Yesterday I received the stereo and mono remastered Beatles catalog from EMI. I have had limited time to listen, but I wanted to share my initial impressions of what I’ve heard so far.
I had to start with the mono version of Sgt. Pepper’s Lonely Hearts Club Band. Pepper was my first Beatles album, given to me by my step-mother Aurora sometime in the late 1970s. It was vinyl, of course – and stereo. Now I listen to the 1987 stereo CD version. All of which means that I have never heard the mono mix, the one that producer George Martin, balance engineer Geoff Emerick and the Beatles themselves labored on. (The stereo version, as Emerick told me here, was an afterthought, mixed without the Beatles’ direct involvement).
Because my recording computer is in the shop, I couldn’t listen through my normal studio monitors and was forced to rely upon my garden-variety stereo. I was careful to place the speakers in an equilateral triangle with my head, to minimize phasing issues that might result from listening to mono recordings on two speakers.
At once, the good sergeant and his band burst into the room. Immediately I was struck by the new sounds only available on the mono version — different, seemingly louder roars from the crowd, Paul’s ad-libbed scatting on the fadeout of the title track, and, especially, the deliciously phase-y Lennon lead vocal on “Lucy in the Sky with Diamonds,” made more ghostly thanks to ADT that isn’t present in the stereo version.
The sound itself was rich — the highs seemed higher than I remembered, but without harshness, and Paul’s bass sounded full and daring. I could easily picture Paul sitting on a stool in No. 2, carefully playing those amazing lines on his Rickenbacker, each nuance picked up by the C12 that Emerick had set up a few feet from the bass amp.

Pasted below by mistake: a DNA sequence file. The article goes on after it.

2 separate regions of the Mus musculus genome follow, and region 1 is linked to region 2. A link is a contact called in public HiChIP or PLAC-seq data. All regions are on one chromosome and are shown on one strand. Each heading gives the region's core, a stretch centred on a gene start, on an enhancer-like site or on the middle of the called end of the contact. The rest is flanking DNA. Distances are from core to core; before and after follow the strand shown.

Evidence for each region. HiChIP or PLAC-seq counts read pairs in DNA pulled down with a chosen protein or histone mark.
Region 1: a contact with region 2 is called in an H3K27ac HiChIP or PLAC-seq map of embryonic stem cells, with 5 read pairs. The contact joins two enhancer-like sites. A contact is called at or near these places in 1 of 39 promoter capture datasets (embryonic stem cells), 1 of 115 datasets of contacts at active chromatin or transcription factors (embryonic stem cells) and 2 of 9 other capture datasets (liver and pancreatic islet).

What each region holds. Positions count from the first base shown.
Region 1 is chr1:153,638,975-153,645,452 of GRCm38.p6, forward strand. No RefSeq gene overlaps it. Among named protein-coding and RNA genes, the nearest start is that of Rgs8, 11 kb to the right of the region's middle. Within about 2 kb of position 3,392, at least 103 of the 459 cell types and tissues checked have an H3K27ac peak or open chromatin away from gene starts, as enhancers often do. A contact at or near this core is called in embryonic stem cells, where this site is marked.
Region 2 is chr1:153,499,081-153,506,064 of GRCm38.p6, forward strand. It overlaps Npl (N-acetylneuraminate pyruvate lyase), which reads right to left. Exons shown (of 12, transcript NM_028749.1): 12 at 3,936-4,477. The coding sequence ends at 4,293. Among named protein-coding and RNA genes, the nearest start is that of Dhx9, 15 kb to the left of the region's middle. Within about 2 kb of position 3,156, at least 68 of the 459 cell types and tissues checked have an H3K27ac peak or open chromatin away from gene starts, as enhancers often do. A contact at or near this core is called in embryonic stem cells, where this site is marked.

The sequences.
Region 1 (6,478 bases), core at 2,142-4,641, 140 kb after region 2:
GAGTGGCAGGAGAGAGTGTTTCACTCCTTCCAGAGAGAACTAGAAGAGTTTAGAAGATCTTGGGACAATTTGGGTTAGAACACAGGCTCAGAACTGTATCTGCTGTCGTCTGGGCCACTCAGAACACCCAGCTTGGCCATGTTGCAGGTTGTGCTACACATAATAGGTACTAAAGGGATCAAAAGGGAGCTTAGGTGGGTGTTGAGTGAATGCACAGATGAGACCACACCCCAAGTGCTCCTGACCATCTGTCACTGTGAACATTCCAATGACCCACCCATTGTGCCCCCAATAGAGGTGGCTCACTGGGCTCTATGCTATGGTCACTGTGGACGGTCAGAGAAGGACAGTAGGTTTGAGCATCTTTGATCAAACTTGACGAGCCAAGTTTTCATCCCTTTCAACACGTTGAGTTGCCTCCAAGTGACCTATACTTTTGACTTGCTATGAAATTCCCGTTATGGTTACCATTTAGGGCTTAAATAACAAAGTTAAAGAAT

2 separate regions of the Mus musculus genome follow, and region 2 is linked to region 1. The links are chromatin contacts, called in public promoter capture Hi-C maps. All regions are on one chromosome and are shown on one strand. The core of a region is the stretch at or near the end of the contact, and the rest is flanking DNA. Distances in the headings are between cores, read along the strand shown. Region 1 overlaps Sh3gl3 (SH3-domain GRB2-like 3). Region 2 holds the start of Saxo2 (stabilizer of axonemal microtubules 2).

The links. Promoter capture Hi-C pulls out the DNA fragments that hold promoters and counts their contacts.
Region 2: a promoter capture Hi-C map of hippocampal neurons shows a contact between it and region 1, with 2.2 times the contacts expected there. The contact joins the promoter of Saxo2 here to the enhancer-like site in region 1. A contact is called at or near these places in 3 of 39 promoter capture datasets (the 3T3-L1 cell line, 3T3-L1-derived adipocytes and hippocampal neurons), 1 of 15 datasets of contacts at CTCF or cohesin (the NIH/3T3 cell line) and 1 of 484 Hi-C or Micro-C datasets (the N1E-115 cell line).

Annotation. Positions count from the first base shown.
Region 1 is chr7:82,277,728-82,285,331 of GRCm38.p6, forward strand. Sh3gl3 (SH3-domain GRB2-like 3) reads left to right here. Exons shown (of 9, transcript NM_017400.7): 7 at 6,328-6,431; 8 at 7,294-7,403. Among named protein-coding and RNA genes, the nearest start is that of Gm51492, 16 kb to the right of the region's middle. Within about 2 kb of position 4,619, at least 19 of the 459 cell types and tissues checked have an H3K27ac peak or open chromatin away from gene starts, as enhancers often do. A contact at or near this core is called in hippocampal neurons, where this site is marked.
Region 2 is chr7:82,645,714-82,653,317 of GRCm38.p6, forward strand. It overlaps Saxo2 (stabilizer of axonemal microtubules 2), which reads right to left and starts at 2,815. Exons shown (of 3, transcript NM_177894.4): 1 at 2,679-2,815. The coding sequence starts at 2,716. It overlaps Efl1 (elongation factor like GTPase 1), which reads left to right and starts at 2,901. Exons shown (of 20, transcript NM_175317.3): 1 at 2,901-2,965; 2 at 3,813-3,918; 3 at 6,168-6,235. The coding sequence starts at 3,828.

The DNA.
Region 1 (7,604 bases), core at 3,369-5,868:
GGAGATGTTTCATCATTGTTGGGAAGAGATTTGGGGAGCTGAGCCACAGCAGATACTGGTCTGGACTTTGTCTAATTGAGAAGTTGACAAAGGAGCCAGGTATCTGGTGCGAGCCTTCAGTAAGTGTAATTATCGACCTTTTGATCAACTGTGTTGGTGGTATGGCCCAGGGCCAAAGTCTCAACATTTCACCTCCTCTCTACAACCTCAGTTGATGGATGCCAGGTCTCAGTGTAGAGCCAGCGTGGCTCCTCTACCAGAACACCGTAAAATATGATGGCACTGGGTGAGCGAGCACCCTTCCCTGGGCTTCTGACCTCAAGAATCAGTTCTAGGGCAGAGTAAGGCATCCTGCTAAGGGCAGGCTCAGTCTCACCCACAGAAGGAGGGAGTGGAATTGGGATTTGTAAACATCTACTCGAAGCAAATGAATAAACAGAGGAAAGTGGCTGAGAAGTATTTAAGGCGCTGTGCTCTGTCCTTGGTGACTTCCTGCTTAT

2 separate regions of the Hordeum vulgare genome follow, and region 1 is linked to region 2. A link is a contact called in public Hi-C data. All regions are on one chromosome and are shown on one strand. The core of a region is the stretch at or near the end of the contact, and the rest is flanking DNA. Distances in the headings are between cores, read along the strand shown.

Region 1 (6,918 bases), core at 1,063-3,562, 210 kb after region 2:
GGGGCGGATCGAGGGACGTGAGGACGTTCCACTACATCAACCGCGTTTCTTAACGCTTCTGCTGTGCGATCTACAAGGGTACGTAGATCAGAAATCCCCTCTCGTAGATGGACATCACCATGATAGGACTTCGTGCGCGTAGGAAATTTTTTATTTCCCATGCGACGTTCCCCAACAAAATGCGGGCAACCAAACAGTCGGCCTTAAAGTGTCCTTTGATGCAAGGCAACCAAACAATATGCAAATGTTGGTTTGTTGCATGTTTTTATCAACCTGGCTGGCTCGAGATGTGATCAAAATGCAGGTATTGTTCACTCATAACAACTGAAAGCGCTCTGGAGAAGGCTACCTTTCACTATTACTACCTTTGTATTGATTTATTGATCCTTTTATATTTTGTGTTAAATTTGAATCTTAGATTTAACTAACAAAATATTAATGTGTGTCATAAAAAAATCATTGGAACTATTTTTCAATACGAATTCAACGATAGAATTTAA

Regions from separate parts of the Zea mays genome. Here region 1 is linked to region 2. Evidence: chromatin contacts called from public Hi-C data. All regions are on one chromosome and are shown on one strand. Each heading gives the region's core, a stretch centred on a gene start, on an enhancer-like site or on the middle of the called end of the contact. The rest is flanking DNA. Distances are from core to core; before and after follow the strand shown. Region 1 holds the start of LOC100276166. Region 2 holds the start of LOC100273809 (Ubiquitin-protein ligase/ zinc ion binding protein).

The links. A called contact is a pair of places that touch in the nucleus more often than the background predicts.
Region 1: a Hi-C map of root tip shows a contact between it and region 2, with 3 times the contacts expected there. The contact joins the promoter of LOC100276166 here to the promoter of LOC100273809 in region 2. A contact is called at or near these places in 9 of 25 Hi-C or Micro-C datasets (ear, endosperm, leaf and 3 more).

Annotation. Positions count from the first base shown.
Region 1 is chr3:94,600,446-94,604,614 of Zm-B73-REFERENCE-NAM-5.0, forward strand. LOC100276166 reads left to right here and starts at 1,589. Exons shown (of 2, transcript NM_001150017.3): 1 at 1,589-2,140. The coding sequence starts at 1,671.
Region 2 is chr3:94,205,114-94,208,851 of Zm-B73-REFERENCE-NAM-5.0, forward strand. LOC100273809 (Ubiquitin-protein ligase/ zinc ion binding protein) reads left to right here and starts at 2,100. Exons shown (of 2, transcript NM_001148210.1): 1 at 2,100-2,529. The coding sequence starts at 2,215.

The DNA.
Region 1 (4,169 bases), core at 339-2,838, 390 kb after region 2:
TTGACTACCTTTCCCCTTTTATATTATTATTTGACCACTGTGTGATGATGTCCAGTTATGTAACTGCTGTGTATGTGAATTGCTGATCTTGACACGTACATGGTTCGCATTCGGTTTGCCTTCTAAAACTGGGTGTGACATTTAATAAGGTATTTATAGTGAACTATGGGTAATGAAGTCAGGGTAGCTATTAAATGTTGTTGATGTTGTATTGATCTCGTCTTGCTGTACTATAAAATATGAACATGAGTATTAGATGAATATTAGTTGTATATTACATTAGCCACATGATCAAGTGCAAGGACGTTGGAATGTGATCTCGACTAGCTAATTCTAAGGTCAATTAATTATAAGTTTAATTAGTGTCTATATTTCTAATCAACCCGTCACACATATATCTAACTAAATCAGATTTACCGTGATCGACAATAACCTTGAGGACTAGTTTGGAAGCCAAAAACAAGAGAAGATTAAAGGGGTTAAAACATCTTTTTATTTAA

Then I turned to the stereo version – which, unlike the mono version, has been treated to limiting by Allan Rouse’s Abbey Road team, to increase the overall volume and punch. I was a bit leary, I confess — I hoped the new engineers’ touch wouldn’t ruin what the original crew accomplished all those years ago.
I’m delighted to say that so far, I cannot detect any heavy-handed modernization in the remastered stereo version of Pepper. What I do hear:
* Yes, it’s slightly louder than either the mono or the 1987 CD release.
* The sound is even deeper, richer and crisper.
* I may be overly influenced by a lifetime of listening to music in stereo, but the songs just sound a little nicer with the tracks spread across the stereo field.
Compared with the 1987 version, the remastered stereo version of Pepper is clearly superior, based on my hour or so comparing them.
Just a few minutes of listening to other stereo versions have, so far, confirmed those impressions. Suddenly I hear detail I couldn’t hear on the 1987 versions, i.e. the distinct harmony part (from Lennon?) on the chorus of “Eleanor Rigby,” or the slight creek at the end of the final “E” chord on “A Day In The Life” that, Emerick has told me, came from Ringo shifting on the piano bench he shared with Paul.
All of which is to say: I really can’t wait to listen more, both to the mono and the stereo CDs, comparing and contrasting and, once again, getting lost in the greatest music of our time.
UPDATE: Here’s a short review from Britan’s Uncut magazine.